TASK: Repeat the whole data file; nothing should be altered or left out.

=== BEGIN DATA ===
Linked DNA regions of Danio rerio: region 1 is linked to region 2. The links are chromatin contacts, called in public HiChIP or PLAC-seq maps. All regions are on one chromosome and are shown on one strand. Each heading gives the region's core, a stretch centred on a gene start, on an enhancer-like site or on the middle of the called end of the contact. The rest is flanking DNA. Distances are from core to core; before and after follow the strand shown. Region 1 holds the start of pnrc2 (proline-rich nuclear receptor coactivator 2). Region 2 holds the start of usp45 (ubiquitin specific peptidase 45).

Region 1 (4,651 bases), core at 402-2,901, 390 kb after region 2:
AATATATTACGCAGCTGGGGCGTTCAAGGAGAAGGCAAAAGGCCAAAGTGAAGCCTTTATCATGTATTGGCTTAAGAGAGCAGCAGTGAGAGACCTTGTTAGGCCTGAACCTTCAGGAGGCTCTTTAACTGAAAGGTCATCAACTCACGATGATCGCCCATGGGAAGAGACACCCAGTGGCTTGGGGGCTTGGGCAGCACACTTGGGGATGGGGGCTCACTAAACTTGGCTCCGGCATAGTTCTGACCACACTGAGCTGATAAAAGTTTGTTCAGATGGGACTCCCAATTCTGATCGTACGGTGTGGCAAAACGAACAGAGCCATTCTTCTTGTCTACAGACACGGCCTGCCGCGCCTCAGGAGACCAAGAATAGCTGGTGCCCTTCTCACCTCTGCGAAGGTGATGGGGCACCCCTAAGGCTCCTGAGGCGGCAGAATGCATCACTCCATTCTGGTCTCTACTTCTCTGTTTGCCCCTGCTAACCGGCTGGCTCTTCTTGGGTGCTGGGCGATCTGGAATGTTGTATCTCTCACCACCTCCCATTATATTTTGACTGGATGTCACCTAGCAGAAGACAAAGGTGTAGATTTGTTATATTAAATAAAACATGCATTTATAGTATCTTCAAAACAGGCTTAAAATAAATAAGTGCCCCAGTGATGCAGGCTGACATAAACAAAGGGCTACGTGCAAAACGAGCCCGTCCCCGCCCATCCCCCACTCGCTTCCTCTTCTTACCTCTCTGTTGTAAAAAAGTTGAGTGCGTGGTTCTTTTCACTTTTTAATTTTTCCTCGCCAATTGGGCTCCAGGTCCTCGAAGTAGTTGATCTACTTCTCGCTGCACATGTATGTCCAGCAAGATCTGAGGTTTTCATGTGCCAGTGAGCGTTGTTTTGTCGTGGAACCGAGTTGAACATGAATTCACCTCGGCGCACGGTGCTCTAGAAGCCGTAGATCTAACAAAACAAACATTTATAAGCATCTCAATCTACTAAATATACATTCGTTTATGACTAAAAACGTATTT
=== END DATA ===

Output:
Linked DNA regions of Danio rerio: region 1 is linked to region 2. The links are chromatin contacts, called in public HiChIP or PLAC-seq maps. All regions are on one chromosome and are shown on one strand. Each heading gives the region's core, a stretch centred on a gene start, on an enhancer-like site or on the middle of the called end of the contact. The rest is flanking DNA. Distances are from core to core; before and after follow the strand shown. Region 1 holds the start of pnrc2 (proline-rich nuclear receptor coactivator 2). Region 2 holds the start of usp45 (ubiquitin specific peptidase 45).

Region 1 (4,651 bases), core at 402-2,901, 390 kb after region 2:
AATATATTACGCAGCTGGGGCGTTCAAGGAGAAGGCAAAAGGCCAAAGTGAAGCCTTTATCATGTATTGGCTTAAGAGAGCAGCAGTGAGAGACCTTGTTAGGCCTGAACCTTCAGGAGGCTCTTTAACTGAAAGGTCATCAACTCACGATGATCGCCCATGGGAAGAGACACCCAGTGGCTTGGGGGCTTGGGCAGCACACTTGGGGATGGGGGCTCACTAAACTTGGCTCCGGCATAGTTCTGACCACACTGAGCTGATAAAAGTTTGTTCAGATGGGACTCCCAATTCTGATCGTACGGTGTGGCAAAACGAACAGAGCCATTCTTCTTGTCTACAGACACGGCCTGCCGCGCCTCAGGAGACCAAGAATAGCTGGTGCCCTTCTCACCTCTGCGAAGGTGATGGGGCACCCCTAAGGCTCCTGAGGCGGCAGAATGCATCACTCCATTCTGGTCTCTACTTCTCTGTTTGCCCCTGCTAACCGGCTGGCTCTTCTTGGGTGCTGGGCGATCTGGAATGTTGTATCTCTCACCACCTCCCATTATATTTTGACTGGATGTCACCTAGCAGAAGACAAAGGTGTAGATTTGTTATATTAAATAAAACATGCATTTATAGTATCTTCAAAACAGGCTTAAAATAAATAAGTGCCCCAGTGATGCAGGCTGACATAAACAAAGGGCTACGTGCAAAACGAGCCCGTCCCCGCCCATCCCCCACTCGCTTCCTCTTCTTACCTCTCTGTTGTAAAAAAGTTGAGTGCGTGGTTCTTTTCACTTTTTAATTTTTCCTCGCCAATTGGGCTCCAGGTCCTCGAAGTAGTTGATCTACTTCTCGCTGCACATGTATGTCCAGCAAGATCTGAGGTTTTCATGTGCCAGTGAGCGTTGTTTTGTCGTGGAACCGAGTTGAACATGAATTCACCTCGGCGCACGGTGCTCTAGAAGCCGTAGATCTAACAAAACAAACATTTATAAGCATCTCAATCTACTAAATATACATTCGTTTATGACTAAAAACGTATTT